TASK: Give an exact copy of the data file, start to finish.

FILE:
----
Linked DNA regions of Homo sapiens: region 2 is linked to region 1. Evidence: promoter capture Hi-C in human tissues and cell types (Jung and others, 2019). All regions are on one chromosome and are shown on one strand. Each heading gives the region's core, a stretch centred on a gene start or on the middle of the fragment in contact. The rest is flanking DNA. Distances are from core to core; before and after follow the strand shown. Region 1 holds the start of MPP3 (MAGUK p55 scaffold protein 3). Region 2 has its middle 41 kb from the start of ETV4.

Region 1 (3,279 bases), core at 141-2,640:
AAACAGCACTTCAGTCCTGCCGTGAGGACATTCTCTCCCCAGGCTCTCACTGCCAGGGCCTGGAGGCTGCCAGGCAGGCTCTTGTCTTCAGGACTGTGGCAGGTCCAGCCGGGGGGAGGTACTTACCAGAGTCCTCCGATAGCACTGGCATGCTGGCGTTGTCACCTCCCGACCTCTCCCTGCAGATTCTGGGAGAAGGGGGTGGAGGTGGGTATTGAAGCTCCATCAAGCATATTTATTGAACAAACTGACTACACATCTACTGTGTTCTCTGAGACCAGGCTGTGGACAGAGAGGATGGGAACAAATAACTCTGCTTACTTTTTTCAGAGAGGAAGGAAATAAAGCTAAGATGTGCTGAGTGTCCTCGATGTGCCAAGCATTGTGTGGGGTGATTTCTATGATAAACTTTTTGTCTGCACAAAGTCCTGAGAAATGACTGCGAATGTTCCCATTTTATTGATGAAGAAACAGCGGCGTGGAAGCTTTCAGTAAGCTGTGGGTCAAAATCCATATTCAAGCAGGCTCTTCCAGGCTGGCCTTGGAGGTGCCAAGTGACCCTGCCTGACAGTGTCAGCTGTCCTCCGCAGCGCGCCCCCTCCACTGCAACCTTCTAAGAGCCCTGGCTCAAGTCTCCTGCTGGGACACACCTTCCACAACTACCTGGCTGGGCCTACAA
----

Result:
Linked DNA regions of Homo sapiens: region 2 is linked to region 1. Evidence: promoter capture Hi-C in human tissues and cell types (Jung and others, 2019). All regions are on one chromosome and are shown on one strand. Each heading gives the region's core, a stretch centred on a gene start or on the middle of the fragment in contact. The rest is flanking DNA. Distances are from core to core; before and after follow the strand shown. Region 1 holds the start of MPP3 (MAGUK p55 scaffold protein 3). Region 2 has its middle 41 kb from the start of ETV4.

Region 1 (3,279 bases), core at 141-2,640:
AAACAGCACTTCAGTCCTGCCGTGAGGACATTCTCTCCCCAGGCTCTCACTGCCAGGGCCTGGAGGCTGCCAGGCAGGCTCTTGTCTTCAGGACTGTGGCAGGTCCAGCCGGGGGGAGGTACTTACCAGAGTCCTCCGATAGCACTGGCATGCTGGCGTTGTCACCTCCCGACCTCTCCCTGCAGATTCTGGGAGAAGGGGGTGGAGGTGGGTATTGAAGCTCCATCAAGCATATTTATTGAACAAACTGACTACACATCTACTGTGTTCTCTGAGACCAGGCTGTGGACAGAGAGGATGGGAACAAATAACTCTGCTTACTTTTTTCAGAGAGGAAGGAAATAAAGCTAAGATGTGCTGAGTGTCCTCGATGTGCCAAGCATTGTGTGGGGTGATTTCTATGATAAACTTTTTGTCTGCACAAAGTCCTGAGAAATGACTGCGAATGTTCCCATTTTATTGATGAAGAAACAGCGGCGTGGAAGCTTTCAGTAAGCTGTGGGTCAAAATCCATATTCAAGCAGGCTCTTCCAGGCTGGCCTTGGAGGTGCCAAGTGACCCTGCCTGACAGTGTCAGCTGTCCTCCGCAGCGCGCCCCCTCCACTGCAACCTTCTAAGAGCCCTGGCTCAAGTCTCCTGCTGGGACACACCTTCCACAACTACCTGGCTGGGCCTACAA